Friday, August 26, 2011

Six Awesome Things My Infant Daughter has Done For Me

I wanted to start off my return to blogging and writing with something I thought people would enjoy reading and I ended up finding out what I have been enjoying in my life. Cool. But, don’t worry cynicism, ranting and complaining can’t be too far behind.

Six Awesome Things My Infant Daughter has Done For Me

1) Smiling at my boobs.

Her huge unabashed grin at the access to what are now two huge feedbags reminds me of dating in college when “the girls” were pert and perky. I’ll even say she has a purer more loving smile than my college suitors. Who cares if my chest has grown five inches and only one cup size making them yummy meaty coke bottles? Okay, I do care a little bit; and don’t even get me started on my flying saucer nipples that seemed to land on my chest in an overnight hostile alien take over. When she was a newborn the new alien nips were too big for her little mouth. It proved that they didn’t come from the helping hand of mother-nature but clearly from some evil outer-space overlord. But, these were challenges overcome by both of us. She reminds me of that with that eye-to-nipple grin before latching on and getting what she needs.

2) Justifying my crazy schedule (or lack there of:)

I know what they used to say with an infant: schedule, schedule, schedule (in an ominous German accent as they shut the doors to the experiment room and then our oh-so-well-adjusted baby boomer parents came out.) newborns do not follow rigid schedules.

Sorry, over-achieving honor students who are the backbone of your workplaces. This is where the people that always got the gold stars start coming apart at the seams. They often can be seen in tears on the TLC channel. Why isn’t the baby sleeping and eating in correspondence with their phone apps and meetings? Maybe because humans were never meant to live that way and capitalism has forced us into these ever increasing rigid schedules to get us to be gold-star over-achieving workers who fall apart if there is no schedule, but that’s another blog.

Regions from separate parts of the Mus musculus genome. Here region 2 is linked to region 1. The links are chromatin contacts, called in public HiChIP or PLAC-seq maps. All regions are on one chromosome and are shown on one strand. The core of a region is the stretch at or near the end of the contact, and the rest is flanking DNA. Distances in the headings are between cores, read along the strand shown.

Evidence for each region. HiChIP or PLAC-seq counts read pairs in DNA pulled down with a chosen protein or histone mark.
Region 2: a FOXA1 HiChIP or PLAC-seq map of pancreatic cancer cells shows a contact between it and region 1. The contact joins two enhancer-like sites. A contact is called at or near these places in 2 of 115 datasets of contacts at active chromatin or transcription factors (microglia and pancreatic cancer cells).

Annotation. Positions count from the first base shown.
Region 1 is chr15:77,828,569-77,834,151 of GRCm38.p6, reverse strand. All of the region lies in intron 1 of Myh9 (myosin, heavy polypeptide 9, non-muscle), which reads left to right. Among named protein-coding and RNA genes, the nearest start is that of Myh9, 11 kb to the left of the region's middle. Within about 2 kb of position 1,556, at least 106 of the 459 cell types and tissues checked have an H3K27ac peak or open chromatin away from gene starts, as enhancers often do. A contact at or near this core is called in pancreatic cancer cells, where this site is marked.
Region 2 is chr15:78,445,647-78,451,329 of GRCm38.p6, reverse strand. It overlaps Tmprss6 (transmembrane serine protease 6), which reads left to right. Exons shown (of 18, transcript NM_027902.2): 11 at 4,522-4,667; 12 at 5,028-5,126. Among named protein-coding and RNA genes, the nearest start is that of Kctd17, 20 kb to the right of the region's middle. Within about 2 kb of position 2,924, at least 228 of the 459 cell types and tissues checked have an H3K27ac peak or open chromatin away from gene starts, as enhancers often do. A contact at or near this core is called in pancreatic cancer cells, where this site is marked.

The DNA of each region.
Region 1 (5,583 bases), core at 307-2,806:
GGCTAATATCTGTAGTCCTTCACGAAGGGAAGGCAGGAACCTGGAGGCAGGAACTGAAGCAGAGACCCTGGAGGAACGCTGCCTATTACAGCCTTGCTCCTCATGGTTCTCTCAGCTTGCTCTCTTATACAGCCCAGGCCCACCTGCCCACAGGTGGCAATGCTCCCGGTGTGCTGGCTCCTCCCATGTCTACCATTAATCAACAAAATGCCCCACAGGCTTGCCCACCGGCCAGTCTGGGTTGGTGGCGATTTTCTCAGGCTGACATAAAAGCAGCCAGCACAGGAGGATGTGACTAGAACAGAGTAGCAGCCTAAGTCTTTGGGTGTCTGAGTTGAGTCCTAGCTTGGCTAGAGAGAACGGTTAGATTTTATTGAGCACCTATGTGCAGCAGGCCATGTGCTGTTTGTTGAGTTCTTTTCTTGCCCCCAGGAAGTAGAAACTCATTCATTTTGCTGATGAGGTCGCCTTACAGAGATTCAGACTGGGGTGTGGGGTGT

As a woman with ADD, I finally get a chance to shine in the “chaos.” Down at 2PM and up at 2AM one day and reversing it the next day? No problem! That’s what I was doing before she came along to write my dissertation. We can watch late night Buffy The Vampire Slayer episodes (which was what I would end up doing when I was supposed to be writing my dissertation.) She was sleeping through the night but currently wants to have smiling and laughing time between 3AM-4AM. Fine by me, there’s no other distractions at night so I can hyper-focus on all her “EOOOEWS” “OOOOOHS” and “Goinks” with my ADD powers.

Of course, I’m not suggesting that people abandon all schedules, as they are a necessary part of life. We do have her on a lose sleeping schedule now and we are all happier for it. However, I think that there is a big difference between consistency and rigid scheduling. I have enjoyed going with the spontaneity a baby requires, as my spontaneity can be a strength here.

3) Giving purpose to my spazzy inane ramblings:

This is another gift of parenting with ADD. When I feel over-stimulated and my brain is mush there is no harm in reading “Good Night Moon” 3 times in a row, or maybe stopping in the middle of “Good Night Moon” to talk about my own theories of why there is a bowl of mush in the room and why the book never talks about why the old lady whispering “hush” is a rabbit; and how rabbits are rodents but somehow they are considered cute unlike other rodents. Why such rodent prejudice? Prejudice. It’s such a weird word. I can say it 20 times in a happy voice and she will laugh, or she’ll laugh at the book or my worries about rodents, or my anger over the manufactured crisis of the debt ceiling, or why I can’t stop watching Teen Wolf even though it’s putrid. Letting my ADD freak flag fly verbally will only help our bonding and enhance her verbal development.

4) Leaving modesty at the door

I think it’s a sign of moral character to be modest and gracious. However, I also think a lot of women have a difficult time accepting compliments for various reasons. My personal reasons are: It’s hard for me to believe that people are truly praising me due to both my disabilities. Due to my ADD (and maybe just being an idiot) I have made mistakes in my life. I am one of those ADD people that knows they are “intelligent” but I haven’t “lived up to my potential.” So, how can I really be proud of an achievement? Also when you have a visible disability like CP you grow up with a lot of people saying “good for you!” in a really patronizing manner (like saying it because your grocery shopping…at the liquor five am)